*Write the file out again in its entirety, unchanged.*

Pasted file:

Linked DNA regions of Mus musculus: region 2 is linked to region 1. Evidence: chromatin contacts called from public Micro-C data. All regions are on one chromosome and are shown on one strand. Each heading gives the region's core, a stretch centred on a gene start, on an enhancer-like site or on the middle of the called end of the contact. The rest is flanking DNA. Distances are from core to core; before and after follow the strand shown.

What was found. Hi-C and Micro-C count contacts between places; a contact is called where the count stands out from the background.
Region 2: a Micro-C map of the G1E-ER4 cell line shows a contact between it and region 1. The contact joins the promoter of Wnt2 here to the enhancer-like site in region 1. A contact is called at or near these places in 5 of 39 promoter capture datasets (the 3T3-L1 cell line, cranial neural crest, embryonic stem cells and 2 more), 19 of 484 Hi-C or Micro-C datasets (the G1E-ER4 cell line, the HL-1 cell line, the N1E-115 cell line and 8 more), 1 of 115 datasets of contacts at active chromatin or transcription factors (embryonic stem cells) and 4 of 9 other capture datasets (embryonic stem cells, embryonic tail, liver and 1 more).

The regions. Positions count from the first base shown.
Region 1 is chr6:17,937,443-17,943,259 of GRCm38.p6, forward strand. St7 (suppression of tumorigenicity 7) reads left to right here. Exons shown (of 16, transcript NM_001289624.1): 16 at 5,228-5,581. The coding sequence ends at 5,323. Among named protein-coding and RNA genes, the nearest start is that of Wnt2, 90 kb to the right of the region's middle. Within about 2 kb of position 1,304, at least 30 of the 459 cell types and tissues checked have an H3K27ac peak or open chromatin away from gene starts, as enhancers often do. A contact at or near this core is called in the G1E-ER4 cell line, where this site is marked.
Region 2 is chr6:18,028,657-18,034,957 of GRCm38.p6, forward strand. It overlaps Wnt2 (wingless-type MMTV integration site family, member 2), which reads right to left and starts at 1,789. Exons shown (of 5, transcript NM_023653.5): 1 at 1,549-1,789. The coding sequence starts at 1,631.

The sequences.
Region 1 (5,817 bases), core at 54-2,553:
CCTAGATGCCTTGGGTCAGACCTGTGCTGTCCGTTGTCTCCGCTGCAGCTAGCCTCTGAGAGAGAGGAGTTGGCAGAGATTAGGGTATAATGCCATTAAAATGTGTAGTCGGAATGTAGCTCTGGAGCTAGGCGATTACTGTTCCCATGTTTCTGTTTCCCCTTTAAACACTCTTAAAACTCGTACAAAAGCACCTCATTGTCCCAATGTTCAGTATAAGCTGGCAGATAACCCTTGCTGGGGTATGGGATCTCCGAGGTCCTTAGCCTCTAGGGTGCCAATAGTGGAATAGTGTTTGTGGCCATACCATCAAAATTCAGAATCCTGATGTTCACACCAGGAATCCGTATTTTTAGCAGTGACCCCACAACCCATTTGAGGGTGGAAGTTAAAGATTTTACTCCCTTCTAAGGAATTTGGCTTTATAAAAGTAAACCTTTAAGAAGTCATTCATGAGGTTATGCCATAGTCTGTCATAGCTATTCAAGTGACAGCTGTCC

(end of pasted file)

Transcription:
Linked DNA regions of Mus musculus: region 2 is linked to region 1. Evidence: chromatin contacts called from public Micro-C data. All regions are on one chromosome and are shown on one strand. Each heading gives the region's core, a stretch centred on a gene start, on an enhancer-like site or on the middle of the called end of the contact. The rest is flanking DNA. Distances are from core to core; before and after follow the strand shown.

What was found. Hi-C and Micro-C count contacts between places; a contact is called where the count stands out from the background.
Region 2: a Micro-C map of the G1E-ER4 cell line shows a contact between it and region 1. The contact joins the promoter of Wnt2 here to the enhancer-like site in region 1. A contact is called at or near these places in 5 of 39 promoter capture datasets (the 3T3-L1 cell line, cranial neural crest, embryonic stem cells and 2 more), 19 of 484 Hi-C or Micro-C datasets (the G1E-ER4 cell line, the HL-1 cell line, the N1E-115 cell line and 8 more), 1 of 115 datasets of contacts at active chromatin or transcription factors (embryonic stem cells) and 4 of 9 other capture datasets (embryonic stem cells, embryonic tail, liver and 1 more).

The regions. Positions count from the first base shown.
Region 1 is chr6:17,937,443-17,943,259 of GRCm38.p6, forward strand. St7 (suppression of tumorigenicity 7) reads left to right here. Exons shown (of 16, transcript NM_001289624.1): 16 at 5,228-5,581. The coding sequence ends at 5,323. Among named protein-coding and RNA genes, the nearest start is that of Wnt2, 90 kb to the right of the region's middle. Within about 2 kb of position 1,304, at least 30 of the 459 cell types and tissues checked have an H3K27ac peak or open chromatin away from gene starts, as enhancers often do. A contact at or near this core is called in the G1E-ER4 cell line, where this site is marked.
Region 2 is chr6:18,028,657-18,034,957 of GRCm38.p6, forward strand. It overlaps Wnt2 (wingless-type MMTV integration site family, member 2), which reads right to left and starts at 1,789. Exons shown (of 5, transcript NM_023653.5): 1 at 1,549-1,789. The coding sequence starts at 1,631.

The sequences.
Region 1 (5,817 bases), core at 54-2,553:
CCTAGATGCCTTGGGTCAGACCTGTGCTGTCCGTTGTCTCCGCTGCAGCTAGCCTCTGAGAGAGAGGAGTTGGCAGAGATTAGGGTATAATGCCATTAAAATGTGTAGTCGGAATGTAGCTCTGGAGCTAGGCGATTACTGTTCCCATGTTTCTGTTTCCCCTTTAAACACTCTTAAAACTCGTACAAAAGCACCTCATTGTCCCAATGTTCAGTATAAGCTGGCAGATAACCCTTGCTGGGGTATGGGATCTCCGAGGTCCTTAGCCTCTAGGGTGCCAATAGTGGAATAGTGTTTGTGGCCATACCATCAAAATTCAGAATCCTGATGTTCACACCAGGAATCCGTATTTTTAGCAGTGACCCCACAACCCATTTGAGGGTGGAAGTTAAAGATTTTACTCCCTTCTAAGGAATTTGGCTTTATAAAAGTAAACCTTTAAGAAGTCATTCATGAGGTTATGCCATAGTCTGTCATAGCTATTCAAGTGACAGCTGTCC